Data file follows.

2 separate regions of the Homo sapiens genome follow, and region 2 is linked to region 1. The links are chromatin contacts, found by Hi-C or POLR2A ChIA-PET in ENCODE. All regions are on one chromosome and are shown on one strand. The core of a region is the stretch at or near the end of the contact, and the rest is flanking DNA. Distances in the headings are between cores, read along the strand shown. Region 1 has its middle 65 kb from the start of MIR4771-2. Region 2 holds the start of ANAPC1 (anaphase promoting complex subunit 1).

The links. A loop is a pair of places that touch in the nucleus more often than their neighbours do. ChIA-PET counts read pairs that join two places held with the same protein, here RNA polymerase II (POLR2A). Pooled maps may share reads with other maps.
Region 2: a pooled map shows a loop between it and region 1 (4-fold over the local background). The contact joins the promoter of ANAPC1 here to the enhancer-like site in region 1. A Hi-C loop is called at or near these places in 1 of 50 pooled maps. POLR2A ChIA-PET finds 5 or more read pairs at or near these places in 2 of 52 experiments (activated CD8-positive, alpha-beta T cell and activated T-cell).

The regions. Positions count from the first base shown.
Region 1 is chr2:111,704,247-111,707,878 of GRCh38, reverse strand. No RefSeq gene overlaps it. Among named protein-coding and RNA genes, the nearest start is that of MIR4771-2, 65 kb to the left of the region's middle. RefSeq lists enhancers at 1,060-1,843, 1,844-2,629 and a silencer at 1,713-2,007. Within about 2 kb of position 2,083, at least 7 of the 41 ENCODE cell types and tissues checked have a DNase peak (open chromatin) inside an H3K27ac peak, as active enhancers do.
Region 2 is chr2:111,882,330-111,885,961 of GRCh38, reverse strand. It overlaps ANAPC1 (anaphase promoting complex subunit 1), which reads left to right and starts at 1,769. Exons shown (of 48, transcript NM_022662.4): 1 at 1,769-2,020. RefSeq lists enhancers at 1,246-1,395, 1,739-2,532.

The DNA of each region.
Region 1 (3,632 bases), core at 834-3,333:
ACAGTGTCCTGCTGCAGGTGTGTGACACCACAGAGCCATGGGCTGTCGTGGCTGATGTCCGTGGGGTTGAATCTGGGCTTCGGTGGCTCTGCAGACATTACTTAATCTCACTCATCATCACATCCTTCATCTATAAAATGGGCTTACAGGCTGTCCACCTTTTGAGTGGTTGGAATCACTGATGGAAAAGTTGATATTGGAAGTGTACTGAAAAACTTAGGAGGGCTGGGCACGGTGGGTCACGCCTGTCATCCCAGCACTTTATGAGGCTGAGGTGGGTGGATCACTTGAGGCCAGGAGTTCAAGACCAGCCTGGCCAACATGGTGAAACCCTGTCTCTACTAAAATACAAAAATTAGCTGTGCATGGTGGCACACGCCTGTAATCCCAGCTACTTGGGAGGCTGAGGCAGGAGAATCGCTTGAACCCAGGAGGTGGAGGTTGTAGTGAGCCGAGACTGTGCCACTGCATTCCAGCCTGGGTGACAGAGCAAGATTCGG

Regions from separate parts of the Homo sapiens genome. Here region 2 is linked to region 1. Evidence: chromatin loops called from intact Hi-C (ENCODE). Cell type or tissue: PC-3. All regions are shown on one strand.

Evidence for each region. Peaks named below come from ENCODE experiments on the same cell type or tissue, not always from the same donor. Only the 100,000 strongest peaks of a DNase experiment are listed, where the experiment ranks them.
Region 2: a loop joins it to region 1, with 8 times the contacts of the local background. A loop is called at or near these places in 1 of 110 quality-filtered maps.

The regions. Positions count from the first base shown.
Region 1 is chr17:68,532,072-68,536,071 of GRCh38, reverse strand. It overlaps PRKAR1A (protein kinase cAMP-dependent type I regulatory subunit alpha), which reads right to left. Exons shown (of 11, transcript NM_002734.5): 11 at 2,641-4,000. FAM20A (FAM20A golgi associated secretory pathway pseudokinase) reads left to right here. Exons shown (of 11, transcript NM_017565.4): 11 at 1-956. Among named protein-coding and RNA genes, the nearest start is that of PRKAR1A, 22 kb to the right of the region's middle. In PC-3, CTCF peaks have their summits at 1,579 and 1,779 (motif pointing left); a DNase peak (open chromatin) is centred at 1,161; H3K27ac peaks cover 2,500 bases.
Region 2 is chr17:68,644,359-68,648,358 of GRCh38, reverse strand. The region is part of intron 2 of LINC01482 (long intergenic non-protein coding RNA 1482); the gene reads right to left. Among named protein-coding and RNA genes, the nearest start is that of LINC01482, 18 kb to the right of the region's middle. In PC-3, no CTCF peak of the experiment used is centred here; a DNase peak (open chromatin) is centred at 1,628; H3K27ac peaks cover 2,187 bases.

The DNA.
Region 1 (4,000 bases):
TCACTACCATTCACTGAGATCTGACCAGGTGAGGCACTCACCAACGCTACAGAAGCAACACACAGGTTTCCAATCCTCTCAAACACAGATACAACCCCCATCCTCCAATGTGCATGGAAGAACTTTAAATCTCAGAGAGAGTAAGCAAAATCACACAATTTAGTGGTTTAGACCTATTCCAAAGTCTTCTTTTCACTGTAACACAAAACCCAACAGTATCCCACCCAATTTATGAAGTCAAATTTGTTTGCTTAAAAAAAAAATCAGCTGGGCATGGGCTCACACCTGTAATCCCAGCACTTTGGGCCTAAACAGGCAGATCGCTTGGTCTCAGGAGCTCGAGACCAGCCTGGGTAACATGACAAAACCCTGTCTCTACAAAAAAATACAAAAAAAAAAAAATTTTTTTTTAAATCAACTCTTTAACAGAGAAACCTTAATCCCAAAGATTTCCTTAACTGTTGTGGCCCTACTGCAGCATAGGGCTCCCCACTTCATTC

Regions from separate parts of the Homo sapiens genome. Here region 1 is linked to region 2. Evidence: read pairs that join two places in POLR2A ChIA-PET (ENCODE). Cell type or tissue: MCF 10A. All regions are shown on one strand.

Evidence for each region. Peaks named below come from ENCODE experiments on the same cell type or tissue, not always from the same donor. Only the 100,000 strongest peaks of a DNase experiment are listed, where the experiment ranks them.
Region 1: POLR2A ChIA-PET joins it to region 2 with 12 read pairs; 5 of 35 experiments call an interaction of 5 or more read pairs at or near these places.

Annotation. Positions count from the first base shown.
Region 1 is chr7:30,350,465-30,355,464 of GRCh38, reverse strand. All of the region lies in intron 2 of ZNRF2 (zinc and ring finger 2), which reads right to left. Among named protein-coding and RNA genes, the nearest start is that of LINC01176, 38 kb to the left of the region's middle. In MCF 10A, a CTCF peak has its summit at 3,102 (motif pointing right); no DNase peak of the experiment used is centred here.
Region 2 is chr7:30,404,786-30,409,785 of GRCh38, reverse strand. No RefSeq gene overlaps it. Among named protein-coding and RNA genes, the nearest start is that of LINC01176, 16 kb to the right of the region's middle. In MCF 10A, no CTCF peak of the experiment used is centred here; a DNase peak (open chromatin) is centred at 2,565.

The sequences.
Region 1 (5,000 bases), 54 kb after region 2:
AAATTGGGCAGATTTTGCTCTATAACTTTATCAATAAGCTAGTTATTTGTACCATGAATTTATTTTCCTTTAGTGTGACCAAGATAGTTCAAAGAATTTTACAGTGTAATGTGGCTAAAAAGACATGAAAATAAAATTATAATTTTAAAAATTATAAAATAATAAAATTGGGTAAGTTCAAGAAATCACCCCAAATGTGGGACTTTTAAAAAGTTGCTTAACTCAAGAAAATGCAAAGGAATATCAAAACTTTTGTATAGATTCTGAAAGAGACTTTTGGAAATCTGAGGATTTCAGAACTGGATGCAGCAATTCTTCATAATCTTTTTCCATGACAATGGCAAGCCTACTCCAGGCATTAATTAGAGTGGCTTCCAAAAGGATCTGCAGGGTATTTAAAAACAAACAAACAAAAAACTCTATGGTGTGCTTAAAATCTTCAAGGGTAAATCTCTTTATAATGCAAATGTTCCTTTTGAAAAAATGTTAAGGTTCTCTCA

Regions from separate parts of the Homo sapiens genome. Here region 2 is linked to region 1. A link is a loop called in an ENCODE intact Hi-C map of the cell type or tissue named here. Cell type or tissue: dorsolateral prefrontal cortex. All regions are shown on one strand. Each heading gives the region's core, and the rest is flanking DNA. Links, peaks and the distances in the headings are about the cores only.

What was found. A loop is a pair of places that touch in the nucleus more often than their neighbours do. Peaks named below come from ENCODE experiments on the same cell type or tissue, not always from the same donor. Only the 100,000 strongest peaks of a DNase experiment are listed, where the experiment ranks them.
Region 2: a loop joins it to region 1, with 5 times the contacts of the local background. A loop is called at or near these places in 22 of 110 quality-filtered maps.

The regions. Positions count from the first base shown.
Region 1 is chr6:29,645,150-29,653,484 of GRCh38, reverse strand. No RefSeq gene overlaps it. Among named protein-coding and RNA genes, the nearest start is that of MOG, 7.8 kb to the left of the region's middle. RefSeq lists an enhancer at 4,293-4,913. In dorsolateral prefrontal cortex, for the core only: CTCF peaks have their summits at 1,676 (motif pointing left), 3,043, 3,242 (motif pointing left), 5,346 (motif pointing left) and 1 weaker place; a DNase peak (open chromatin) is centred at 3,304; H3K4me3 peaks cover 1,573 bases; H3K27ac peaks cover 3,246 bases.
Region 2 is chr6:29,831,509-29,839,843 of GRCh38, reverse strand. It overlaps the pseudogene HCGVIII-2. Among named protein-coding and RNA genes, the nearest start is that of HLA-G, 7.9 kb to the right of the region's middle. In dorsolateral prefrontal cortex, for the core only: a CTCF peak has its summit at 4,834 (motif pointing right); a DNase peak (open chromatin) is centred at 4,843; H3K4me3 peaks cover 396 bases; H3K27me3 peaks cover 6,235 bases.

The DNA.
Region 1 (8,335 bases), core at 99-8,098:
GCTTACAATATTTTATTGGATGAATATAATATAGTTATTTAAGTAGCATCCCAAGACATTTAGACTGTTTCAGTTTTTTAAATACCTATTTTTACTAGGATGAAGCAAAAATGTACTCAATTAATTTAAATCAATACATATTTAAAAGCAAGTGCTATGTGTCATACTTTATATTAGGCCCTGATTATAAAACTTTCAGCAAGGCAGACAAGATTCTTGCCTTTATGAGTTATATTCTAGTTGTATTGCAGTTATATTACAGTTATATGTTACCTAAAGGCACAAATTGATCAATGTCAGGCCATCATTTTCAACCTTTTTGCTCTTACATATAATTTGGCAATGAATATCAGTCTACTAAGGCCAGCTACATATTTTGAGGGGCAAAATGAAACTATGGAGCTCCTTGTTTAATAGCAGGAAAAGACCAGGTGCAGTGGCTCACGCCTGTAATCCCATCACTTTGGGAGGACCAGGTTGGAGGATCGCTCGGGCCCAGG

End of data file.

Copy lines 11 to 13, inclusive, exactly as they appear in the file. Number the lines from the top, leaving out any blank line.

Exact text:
Evidence for each region. Peaks named below come from ENCODE experiments on the same cell type or tissue, not always from the same donor. Only the 100,000 strongest peaks of a DNase experiment are listed, where the experiment ranks them.
Region 2: a loop joins it to region 1, with 8 times the contacts of the local background. A loop is called at or near these places in 1 of 110 quality-filtered maps.

The regions. Positions count from the first base shown.